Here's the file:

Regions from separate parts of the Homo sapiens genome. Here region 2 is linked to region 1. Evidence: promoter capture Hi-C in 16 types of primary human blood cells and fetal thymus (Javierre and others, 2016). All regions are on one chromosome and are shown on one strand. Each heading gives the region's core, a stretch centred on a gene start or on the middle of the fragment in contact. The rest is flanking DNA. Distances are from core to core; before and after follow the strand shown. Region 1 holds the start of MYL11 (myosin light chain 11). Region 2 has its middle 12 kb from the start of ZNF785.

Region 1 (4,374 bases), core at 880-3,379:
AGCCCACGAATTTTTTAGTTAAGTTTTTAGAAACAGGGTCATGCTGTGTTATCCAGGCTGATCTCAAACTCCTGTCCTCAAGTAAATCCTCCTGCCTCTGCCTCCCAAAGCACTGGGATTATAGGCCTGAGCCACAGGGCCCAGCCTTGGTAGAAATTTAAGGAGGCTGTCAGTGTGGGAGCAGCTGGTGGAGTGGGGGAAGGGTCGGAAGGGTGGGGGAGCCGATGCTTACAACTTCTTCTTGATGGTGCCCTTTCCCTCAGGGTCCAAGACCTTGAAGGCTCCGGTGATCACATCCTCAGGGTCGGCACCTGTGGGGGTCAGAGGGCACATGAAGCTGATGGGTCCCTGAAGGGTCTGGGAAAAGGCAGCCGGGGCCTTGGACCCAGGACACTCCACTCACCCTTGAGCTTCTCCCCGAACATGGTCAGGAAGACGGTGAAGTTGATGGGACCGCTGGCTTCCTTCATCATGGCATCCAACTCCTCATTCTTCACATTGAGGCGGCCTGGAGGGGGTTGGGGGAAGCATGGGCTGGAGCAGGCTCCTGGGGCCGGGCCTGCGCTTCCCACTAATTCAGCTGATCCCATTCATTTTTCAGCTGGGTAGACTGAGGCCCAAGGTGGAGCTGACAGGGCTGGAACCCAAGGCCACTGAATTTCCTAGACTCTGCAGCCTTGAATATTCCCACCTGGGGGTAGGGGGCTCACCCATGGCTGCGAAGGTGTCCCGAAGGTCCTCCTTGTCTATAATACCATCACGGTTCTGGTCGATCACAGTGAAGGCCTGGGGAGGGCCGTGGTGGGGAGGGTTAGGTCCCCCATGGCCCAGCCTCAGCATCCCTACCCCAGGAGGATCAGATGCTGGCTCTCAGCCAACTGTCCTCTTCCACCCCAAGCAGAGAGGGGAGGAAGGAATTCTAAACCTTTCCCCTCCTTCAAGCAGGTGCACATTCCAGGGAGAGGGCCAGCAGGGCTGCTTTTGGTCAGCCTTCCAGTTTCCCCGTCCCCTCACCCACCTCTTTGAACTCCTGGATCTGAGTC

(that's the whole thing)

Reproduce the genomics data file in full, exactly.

Regions from separate parts of the Homo sapiens genome. Here region 2 is linked to region 1. Evidence: promoter capture Hi-C in 16 types of primary human blood cells and fetal thymus (Javierre and others, 2016). All regions are on one chromosome and are shown on one strand. Each heading gives the region's core, a stretch centred on a gene start or on the middle of the fragment in contact. The rest is flanking DNA. Distances are from core to core; before and after follow the strand shown. Region 1 holds the start of MYL11 (myosin light chain 11). Region 2 has its middle 12 kb from the start of ZNF785.

Region 1 (4,374 bases), core at 880-3,379:
AGCCCACGAATTTTTTAGTTAAGTTTTTAGAAACAGGGTCATGCTGTGTTATCCAGGCTGATCTCAAACTCCTGTCCTCAAGTAAATCCTCCTGCCTCTGCCTCCCAAAGCACTGGGATTATAGGCCTGAGCCACAGGGCCCAGCCTTGGTAGAAATTTAAGGAGGCTGTCAGTGTGGGAGCAGCTGGTGGAGTGGGGGAAGGGTCGGAAGGGTGGGGGAGCCGATGCTTACAACTTCTTCTTGATGGTGCCCTTTCCCTCAGGGTCCAAGACCTTGAAGGCTCCGGTGATCACATCCTCAGGGTCGGCACCTGTGGGGGTCAGAGGGCACATGAAGCTGATGGGTCCCTGAAGGGTCTGGGAAAAGGCAGCCGGGGCCTTGGACCCAGGACACTCCACTCACCCTTGAGCTTCTCCCCGAACATGGTCAGGAAGACGGTGAAGTTGATGGGACCGCTGGCTTCCTTCATCATGGCATCCAACTCCTCATTCTTCACATTGAGGCGGCCTGGAGGGGGTTGGGGGAAGCATGGGCTGGAGCAGGCTCCTGGGGCCGGGCCTGCGCTTCCCACTAATTCAGCTGATCCCATTCATTTTTCAGCTGGGTAGACTGAGGCCCAAGGTGGAGCTGACAGGGCTGGAACCCAAGGCCACTGAATTTCCTAGACTCTGCAGCCTTGAATATTCCCACCTGGGGGTAGGGGGCTCACCCATGGCTGCGAAGGTGTCCCGAAGGTCCTCCTTGTCTATAATACCATCACGGTTCTGGTCGATCACAGTGAAGGCCTGGGGAGGGCCGTGGTGGGGAGGGTTAGGTCCCCCATGGCCCAGCCTCAGCATCCCTACCCCAGGAGGATCAGATGCTGGCTCTCAGCCAACTGTCCTCTTCCACCCCAAGCAGAGAGGGGAGGAAGGAATTCTAAACCTTTCCCCTCCTTCAAGCAGGTGCACATTCCAGGGAGAGGGCCAGCAGGGCTGCTTTTGGTCAGCCTTCCAGTTTCCCCGTCCCCTCACCCACCTCTTTGAACTCCTGGATCTGAGTC